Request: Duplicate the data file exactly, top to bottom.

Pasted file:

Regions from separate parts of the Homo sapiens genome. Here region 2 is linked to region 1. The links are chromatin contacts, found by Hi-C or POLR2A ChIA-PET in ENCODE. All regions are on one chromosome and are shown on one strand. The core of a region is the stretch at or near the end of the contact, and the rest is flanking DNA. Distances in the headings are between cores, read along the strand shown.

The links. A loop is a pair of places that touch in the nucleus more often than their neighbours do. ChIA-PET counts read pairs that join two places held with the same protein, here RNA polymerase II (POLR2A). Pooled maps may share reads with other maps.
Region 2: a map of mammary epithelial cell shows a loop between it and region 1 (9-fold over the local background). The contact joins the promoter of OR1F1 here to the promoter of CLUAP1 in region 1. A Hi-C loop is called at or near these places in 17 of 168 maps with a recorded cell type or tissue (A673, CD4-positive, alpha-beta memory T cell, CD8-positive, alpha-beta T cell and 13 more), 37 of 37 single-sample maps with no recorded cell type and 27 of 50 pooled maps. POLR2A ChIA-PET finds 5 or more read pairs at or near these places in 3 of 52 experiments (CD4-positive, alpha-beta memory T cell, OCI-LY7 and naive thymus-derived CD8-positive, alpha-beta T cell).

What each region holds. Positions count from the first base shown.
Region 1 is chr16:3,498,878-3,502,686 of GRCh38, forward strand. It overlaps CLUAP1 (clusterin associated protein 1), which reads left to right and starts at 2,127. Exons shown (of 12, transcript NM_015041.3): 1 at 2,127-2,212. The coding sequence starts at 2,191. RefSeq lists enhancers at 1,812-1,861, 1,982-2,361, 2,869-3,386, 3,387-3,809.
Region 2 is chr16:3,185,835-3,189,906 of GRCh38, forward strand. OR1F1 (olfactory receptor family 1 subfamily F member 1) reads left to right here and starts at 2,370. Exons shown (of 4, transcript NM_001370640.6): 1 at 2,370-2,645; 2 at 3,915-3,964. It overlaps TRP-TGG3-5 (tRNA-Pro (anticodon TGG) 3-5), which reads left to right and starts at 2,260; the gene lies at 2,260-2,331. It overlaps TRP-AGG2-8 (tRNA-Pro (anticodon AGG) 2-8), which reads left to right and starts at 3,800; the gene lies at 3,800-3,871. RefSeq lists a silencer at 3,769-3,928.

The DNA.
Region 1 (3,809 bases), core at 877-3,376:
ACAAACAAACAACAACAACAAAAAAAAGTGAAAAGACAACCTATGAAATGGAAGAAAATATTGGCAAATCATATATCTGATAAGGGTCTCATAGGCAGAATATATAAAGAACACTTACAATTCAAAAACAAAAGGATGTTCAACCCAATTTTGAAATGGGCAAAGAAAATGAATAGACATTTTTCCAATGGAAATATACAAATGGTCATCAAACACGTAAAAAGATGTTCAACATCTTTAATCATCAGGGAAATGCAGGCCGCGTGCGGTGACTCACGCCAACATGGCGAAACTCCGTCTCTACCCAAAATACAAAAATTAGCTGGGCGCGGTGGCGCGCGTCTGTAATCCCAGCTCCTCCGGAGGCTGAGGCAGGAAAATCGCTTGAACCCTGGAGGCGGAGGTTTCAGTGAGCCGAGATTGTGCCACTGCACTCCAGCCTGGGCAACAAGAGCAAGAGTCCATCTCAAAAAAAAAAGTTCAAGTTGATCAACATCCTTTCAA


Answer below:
Regions from separate parts of the Homo sapiens genome. Here region 2 is linked to region 1. The links are chromatin contacts, found by Hi-C or POLR2A ChIA-PET in ENCODE. All regions are on one chromosome and are shown on one strand. The core of a region is the stretch at or near the end of the contact, and the rest is flanking DNA. Distances in the headings are between cores, read along the strand shown.

The links. A loop is a pair of places that touch in the nucleus more often than their neighbours do. ChIA-PET counts read pairs that join two places held with the same protein, here RNA polymerase II (POLR2A). Pooled maps may share reads with other maps.
Region 2: a map of mammary epithelial cell shows a loop between it and region 1 (9-fold over the local background). The contact joins the promoter of OR1F1 here to the promoter of CLUAP1 in region 1. A Hi-C loop is called at or near these places in 17 of 168 maps with a recorded cell type or tissue (A673, CD4-positive, alpha-beta memory T cell, CD8-positive, alpha-beta T cell and 13 more), 37 of 37 single-sample maps with no recorded cell type and 27 of 50 pooled maps. POLR2A ChIA-PET finds 5 or more read pairs at or near these places in 3 of 52 experiments (CD4-positive, alpha-beta memory T cell, OCI-LY7 and naive thymus-derived CD8-positive, alpha-beta T cell).

What each region holds. Positions count from the first base shown.
Region 1 is chr16:3,498,878-3,502,686 of GRCh38, forward strand. It overlaps CLUAP1 (clusterin associated protein 1), which reads left to right and starts at 2,127. Exons shown (of 12, transcript NM_015041.3): 1 at 2,127-2,212. The coding sequence starts at 2,191. RefSeq lists enhancers at 1,812-1,861, 1,982-2,361, 2,869-3,386, 3,387-3,809.
Region 2 is chr16:3,185,835-3,189,906 of GRCh38, forward strand. OR1F1 (olfactory receptor family 1 subfamily F member 1) reads left to right here and starts at 2,370. Exons shown (of 4, transcript NM_001370640.6): 1 at 2,370-2,645; 2 at 3,915-3,964. It overlaps TRP-TGG3-5 (tRNA-Pro (anticodon TGG) 3-5), which reads left to right and starts at 2,260; the gene lies at 2,260-2,331. It overlaps TRP-AGG2-8 (tRNA-Pro (anticodon AGG) 2-8), which reads left to right and starts at 3,800; the gene lies at 3,800-3,871. RefSeq lists a silencer at 3,769-3,928.

The DNA.
Region 1 (3,809 bases), core at 877-3,376:
ACAAACAAACAACAACAACAAAAAAAAGTGAAAAGACAACCTATGAAATGGAAGAAAATATTGGCAAATCATATATCTGATAAGGGTCTCATAGGCAGAATATATAAAGAACACTTACAATTCAAAAACAAAAGGATGTTCAACCCAATTTTGAAATGGGCAAAGAAAATGAATAGACATTTTTCCAATGGAAATATACAAATGGTCATCAAACACGTAAAAAGATGTTCAACATCTTTAATCATCAGGGAAATGCAGGCCGCGTGCGGTGACTCACGCCAACATGGCGAAACTCCGTCTCTACCCAAAATACAAAAATTAGCTGGGCGCGGTGGCGCGCGTCTGTAATCCCAGCTCCTCCGGAGGCTGAGGCAGGAAAATCGCTTGAACCCTGGAGGCGGAGGTTTCAGTGAGCCGAGATTGTGCCACTGCACTCCAGCCTGGGCAACAAGAGCAAGAGTCCATCTCAAAAAAAAAAGTTCAAGTTGATCAACATCCTTTCAA